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Reddish Vale Country Park

Flowers/July

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Cornflower

Cornflower is a native annual, sometimes overwintering.

Found over most of the British Isles, most commonly as a corn field weed.

Grows to a height of 80cm.

Cornflower was common but is now much reduced due to cleaner seed-grain supplies.

 

The Cornflower (Centaurea Cyanus) also known as Bachelor's Button, Basket Flower and Boutonniere Flower is a small annual flowering plant in the family Asteraceae, native to Europe.

In the past it often grew as a weed in crop fields. It is now endangered in its native habitat by agricultural intensification, particularly over-use of herbicides destroying its habitat; in the United Kingdom it has declined from 264 recorded sites to just 3 sites in the last 50 years. It is however, through introduction as an ornimental plant in gardens and a seed contaminant in crop seed, now naturalised in many other parts of the world, including North America and parts of Australia.

It is grown as an ornimental plant in gardens, where several cultivars have been selected with varying pastel colours, including pink and purple. It is also occasionally used as a culinary ornament.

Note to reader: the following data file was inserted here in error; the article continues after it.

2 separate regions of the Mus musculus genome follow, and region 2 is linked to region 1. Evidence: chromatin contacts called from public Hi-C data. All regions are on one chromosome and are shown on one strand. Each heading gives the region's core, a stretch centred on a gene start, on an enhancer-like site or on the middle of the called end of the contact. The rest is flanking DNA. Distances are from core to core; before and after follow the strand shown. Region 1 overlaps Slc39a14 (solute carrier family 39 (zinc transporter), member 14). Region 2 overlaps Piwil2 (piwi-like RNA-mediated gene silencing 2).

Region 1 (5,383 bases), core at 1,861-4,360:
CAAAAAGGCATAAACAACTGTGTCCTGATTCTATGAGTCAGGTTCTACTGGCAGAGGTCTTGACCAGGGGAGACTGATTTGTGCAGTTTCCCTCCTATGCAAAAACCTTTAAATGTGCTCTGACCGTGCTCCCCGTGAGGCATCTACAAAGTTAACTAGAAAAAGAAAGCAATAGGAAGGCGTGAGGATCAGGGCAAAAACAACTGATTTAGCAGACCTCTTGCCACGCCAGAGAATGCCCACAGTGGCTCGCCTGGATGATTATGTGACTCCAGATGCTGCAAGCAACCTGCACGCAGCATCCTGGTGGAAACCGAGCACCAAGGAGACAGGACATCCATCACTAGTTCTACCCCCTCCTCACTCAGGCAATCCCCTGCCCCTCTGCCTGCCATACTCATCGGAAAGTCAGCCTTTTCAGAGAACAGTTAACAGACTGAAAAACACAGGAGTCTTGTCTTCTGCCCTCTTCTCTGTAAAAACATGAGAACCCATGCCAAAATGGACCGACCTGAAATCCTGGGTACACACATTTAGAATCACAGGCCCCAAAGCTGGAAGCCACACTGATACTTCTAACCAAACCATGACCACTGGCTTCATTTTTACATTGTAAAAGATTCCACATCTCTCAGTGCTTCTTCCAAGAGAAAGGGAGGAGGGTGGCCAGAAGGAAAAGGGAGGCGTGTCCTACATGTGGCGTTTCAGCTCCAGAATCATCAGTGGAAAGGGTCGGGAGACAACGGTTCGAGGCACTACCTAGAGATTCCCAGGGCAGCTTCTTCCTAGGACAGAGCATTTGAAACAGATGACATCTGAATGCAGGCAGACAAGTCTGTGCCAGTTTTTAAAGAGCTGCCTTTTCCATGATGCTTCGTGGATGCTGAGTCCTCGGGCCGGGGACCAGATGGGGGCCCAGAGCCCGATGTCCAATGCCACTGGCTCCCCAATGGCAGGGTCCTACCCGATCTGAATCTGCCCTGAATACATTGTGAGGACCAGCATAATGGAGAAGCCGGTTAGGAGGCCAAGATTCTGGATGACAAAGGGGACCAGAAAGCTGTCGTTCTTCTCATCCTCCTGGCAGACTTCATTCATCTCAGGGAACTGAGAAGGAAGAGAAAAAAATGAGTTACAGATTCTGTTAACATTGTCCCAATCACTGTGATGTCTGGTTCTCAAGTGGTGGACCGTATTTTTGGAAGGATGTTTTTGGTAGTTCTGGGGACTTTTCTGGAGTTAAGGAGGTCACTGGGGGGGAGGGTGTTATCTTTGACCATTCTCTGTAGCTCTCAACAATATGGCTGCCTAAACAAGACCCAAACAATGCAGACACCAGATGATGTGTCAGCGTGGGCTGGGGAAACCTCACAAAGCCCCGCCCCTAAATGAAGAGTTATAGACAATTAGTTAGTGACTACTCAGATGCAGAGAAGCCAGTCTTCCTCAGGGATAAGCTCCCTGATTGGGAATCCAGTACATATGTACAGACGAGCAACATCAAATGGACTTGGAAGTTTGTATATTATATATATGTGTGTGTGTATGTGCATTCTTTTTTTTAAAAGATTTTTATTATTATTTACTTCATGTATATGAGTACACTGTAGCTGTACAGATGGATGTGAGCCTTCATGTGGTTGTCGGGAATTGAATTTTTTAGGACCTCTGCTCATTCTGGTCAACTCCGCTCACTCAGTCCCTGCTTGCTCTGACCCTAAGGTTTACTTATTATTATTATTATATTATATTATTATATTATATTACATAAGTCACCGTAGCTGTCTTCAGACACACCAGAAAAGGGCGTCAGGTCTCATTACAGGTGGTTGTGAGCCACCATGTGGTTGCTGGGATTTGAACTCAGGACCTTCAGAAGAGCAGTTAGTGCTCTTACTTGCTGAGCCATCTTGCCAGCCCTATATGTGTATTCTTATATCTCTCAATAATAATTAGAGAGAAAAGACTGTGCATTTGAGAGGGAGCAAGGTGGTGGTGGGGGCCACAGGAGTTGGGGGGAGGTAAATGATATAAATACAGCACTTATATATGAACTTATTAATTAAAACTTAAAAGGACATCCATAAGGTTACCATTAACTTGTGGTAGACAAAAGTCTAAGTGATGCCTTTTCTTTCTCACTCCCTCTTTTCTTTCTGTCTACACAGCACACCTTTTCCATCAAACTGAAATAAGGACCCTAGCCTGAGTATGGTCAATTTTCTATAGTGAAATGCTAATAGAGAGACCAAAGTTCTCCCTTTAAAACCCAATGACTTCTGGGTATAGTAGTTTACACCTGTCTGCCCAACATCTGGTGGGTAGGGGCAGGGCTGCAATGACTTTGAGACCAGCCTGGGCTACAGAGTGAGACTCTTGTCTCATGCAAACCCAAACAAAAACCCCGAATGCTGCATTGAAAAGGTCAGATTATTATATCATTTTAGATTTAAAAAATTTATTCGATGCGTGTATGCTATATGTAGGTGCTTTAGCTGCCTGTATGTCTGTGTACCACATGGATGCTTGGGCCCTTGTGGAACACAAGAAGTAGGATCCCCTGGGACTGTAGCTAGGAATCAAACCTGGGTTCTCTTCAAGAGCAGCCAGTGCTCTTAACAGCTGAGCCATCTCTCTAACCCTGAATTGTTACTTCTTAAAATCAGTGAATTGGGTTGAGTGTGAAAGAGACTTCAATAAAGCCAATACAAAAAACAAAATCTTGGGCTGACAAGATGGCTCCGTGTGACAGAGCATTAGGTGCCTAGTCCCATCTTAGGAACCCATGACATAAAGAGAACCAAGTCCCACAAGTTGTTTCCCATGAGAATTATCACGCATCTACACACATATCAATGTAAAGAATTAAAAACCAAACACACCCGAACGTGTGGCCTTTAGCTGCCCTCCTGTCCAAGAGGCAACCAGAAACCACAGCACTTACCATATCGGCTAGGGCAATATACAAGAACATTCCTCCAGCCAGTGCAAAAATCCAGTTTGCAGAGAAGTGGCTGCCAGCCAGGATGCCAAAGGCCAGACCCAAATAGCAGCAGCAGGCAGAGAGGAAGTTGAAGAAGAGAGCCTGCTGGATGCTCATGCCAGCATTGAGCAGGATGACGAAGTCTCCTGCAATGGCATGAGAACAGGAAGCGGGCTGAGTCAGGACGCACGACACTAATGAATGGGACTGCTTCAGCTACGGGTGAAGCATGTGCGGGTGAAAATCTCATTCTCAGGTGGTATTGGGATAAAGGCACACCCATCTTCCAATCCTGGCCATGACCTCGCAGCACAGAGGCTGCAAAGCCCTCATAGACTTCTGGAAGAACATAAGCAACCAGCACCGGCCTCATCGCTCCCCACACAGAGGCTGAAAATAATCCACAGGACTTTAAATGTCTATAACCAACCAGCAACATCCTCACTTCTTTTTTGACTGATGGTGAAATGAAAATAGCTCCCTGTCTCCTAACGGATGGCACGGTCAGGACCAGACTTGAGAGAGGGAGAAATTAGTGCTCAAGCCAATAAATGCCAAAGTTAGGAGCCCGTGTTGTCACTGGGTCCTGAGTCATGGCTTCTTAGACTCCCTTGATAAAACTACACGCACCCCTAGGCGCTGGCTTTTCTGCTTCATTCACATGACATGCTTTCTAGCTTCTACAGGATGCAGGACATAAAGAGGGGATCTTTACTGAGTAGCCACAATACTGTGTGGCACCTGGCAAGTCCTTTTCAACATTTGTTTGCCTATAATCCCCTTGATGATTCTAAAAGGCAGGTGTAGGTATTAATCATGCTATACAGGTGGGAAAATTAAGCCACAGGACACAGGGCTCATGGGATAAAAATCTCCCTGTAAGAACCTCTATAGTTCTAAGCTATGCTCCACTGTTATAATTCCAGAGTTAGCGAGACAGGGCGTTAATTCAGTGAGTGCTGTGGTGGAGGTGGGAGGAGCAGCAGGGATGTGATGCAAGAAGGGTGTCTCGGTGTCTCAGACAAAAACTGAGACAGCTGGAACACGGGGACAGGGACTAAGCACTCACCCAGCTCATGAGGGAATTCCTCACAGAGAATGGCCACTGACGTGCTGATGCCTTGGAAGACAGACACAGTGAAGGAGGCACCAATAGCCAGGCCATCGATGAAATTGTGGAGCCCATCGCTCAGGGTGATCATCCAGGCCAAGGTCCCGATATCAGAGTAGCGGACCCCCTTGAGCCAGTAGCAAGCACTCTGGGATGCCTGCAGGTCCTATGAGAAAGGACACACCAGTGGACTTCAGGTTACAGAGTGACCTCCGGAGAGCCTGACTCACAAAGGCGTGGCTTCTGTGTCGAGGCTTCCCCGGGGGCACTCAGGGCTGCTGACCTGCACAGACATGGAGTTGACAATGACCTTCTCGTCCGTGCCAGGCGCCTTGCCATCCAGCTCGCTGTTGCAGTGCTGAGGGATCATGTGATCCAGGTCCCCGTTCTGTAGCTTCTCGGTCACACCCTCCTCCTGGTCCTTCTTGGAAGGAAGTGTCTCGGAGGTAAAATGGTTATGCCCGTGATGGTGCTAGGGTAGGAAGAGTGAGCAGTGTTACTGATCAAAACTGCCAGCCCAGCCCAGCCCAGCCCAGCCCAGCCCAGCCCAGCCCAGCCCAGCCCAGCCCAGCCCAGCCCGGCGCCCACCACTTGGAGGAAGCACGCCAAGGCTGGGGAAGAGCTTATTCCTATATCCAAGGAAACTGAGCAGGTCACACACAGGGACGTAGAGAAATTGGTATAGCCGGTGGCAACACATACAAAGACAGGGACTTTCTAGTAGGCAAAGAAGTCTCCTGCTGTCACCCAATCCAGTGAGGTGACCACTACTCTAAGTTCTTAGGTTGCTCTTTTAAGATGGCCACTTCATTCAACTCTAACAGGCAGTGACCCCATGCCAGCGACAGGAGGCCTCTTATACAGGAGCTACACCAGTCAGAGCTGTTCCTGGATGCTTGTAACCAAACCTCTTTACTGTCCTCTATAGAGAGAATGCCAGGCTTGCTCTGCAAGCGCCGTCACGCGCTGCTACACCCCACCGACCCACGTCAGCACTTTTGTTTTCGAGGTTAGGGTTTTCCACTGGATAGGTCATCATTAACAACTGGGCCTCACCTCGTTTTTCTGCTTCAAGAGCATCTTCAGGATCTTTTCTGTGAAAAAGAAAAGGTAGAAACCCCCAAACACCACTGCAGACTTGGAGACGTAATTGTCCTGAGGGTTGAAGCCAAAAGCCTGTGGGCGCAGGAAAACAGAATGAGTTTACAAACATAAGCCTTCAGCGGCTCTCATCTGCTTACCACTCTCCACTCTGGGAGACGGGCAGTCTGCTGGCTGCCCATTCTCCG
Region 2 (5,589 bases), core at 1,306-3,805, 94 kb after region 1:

The Blue Cornflower has been the national flower of Estonia since 1968 and symbolizes dailybread to Estonians, it is also the national flower of Poland.

Cornflowers have been used and prized historically for its blue pigment. Cornflowers are often used as an ingredient in tea and is famous in the Lady Grey blend of Twinings.

In folklore, Cornflowers were worn by young men in love; if the flower faded too quickly, it was taken as a sign that the man's love was unrequited.

In herbalism a decoction of Cornflower is effective in treating conjunctivitis, and as a wash for tired eyes.

 

 

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